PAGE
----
Henoch-Schönlein Purpura (HSP) is a systemic vasculitis of unknown cause, with immune-mediated inflammation of the small vessels, which is characterized by a series of clinical symptoms, such as purpuric rash, colicky abdominal pain, arthritis and acute glomerulonephritis. Twenty-one days following a high-voltage electrical burn injury, a 40-year-old man developed classic clinical symptoms of HSP, including purpuric rash on bilateral lower extremities and abdominal pain. The patient was diagnosed with HSP associated with high-voltage burn injury, which is an extremely rare phenomenon...
February 2016: Experimental and Therapeutic Medicine
Annette Bruchfeld, Mårten Wendt, Edmund J Miller
Macrophage migration inhibitory factor (MIF) is a proinflammatory cytokine implicated in acute and chronic inflammatory conditions, including sepsis, autoimmune disease, atherogenesis, plaque instability, and pulmonary arterial hypertension. MIF in plasma and urine is significantly elevated in patients with acute kidney injury (AKI) and elevated MIF in serum is associated with markers of oxidative stress, endothelial dysfunction, arterial stiffness, and markers of myocardial damage in chronic kidney disease (CKD)...
2016: Frontiers in Immunology
Kamata Yoshinori, Azuma Arata, Hotta Osamu, Joh Kensuke
We encountered a case of granulomatous tubulointerstitial nephritis in a patient with sarcoidosis, who was also found to show an elevated serum titer of anti-glomerular basement membrane (GBM) antibody. The serum creatinine level had been documented to be within normal range 8 months before the first visit. Gallium scintigraphy revealed bilateral kidney uptake, but no uptake in the pulmonary hilum. No typical findings of sarcoidosis, e.g., bilateral hilar adenopathy, uveitis or elevated serum ACE level were recognized in the early stage...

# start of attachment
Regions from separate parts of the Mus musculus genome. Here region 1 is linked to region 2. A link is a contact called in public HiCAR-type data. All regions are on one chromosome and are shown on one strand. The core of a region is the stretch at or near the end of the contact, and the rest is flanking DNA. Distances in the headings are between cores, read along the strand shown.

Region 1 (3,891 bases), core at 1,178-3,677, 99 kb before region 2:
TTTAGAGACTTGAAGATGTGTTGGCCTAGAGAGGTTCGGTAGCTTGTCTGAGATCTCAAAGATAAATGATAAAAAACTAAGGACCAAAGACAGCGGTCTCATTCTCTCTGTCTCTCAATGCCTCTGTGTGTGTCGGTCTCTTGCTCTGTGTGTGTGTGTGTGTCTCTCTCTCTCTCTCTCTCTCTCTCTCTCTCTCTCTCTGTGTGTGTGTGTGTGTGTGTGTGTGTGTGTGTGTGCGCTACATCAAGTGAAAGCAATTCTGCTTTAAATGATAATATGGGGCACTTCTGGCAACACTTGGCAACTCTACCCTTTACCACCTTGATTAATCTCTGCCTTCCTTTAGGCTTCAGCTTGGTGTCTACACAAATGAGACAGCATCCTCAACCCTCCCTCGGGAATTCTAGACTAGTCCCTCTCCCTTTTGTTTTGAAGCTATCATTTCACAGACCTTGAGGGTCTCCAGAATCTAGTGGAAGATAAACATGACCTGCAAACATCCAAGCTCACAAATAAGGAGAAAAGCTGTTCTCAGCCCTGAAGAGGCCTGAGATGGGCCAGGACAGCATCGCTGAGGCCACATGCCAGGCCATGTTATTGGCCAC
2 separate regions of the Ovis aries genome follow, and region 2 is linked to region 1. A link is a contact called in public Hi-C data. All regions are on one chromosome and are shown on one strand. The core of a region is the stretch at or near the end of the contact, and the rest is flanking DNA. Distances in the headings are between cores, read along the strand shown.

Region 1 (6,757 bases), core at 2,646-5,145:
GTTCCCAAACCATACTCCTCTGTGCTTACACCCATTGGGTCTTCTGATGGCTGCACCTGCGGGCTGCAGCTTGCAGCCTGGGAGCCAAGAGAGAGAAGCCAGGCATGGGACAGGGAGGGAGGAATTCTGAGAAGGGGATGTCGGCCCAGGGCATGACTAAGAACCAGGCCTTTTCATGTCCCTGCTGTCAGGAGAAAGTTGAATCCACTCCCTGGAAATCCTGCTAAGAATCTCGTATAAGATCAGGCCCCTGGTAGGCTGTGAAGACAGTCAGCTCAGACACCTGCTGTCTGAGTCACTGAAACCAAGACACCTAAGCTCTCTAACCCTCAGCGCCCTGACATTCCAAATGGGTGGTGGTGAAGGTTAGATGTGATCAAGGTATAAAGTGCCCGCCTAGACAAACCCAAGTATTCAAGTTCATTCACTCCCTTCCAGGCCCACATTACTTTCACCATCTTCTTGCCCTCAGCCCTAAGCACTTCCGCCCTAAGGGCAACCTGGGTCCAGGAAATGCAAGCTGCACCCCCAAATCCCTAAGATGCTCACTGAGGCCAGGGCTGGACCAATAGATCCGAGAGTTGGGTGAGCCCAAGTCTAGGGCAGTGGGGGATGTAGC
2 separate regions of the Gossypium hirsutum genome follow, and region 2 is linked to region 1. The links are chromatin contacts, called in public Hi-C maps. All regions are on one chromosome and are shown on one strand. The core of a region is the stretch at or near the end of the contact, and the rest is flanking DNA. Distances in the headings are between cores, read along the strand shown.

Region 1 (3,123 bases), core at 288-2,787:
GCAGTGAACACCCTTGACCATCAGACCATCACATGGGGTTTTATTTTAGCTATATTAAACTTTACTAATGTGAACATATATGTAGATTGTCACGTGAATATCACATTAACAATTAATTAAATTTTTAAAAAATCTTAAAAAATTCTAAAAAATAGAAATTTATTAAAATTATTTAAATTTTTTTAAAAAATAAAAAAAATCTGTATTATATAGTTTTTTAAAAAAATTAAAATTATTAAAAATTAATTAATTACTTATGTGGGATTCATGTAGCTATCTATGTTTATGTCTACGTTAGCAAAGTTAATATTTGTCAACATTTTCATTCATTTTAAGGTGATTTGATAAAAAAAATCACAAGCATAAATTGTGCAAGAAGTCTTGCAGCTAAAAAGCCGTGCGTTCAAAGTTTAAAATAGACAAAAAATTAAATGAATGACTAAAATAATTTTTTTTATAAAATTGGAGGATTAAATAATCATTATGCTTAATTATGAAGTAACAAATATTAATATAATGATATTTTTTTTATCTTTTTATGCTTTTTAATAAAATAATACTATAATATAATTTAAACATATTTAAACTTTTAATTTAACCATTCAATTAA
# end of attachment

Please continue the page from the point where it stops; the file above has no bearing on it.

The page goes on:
2015: Sarcoidosis, Vasculitis, and Diffuse Lung Diseases: Official Journal of WASOG
Sierra C Simmons, Maxwell L Smith, April Chang-Miller, Mira T Keddis
Lupus nephritis (LN) is a serious and common complication of systemic lupus erythematosus (SLE) that predisposes to significant morbidity and mortality. Studies show that prompt diagnosis and treatment improves patient survival. We present a case of a 49-year-old female with an atypical presentation of LN who initially presented with new-onset hypertension, edema, arthritis, serositis and recently diagnosed leukocytoclastic vasculitis who later developed acute kidney injury, hematuria and nephrotic syndrome...
2015: American Journal of Nephrology
Jens H Westhoff, Burkhard Tönshoff, Sina Waldherr, Johannes Pöschl, Ulrike Teufel, Timm H Westhoff, Alexander Fichtner
BACKGROUND: The G1 cell cycle inhibitors tissue inhibitor of metalloproteinase-2 (TIMP-2) and insulin-like growth factor-binding protein 7 (IGFBP7) have been identified as promising biomarkers for the prediction of adverse outcomes including renal replacement therapy (RRT) and mortality in critically ill adult patients who develop acute kidney injury (AKI). However, the prognostic value of urinary TIMP-2 and IGFBP7 in neonatal and pediatric AKI for adverse outcome has not been investigated yet...
2015: PloS One
Chinmay Patel, Hitesh H Shah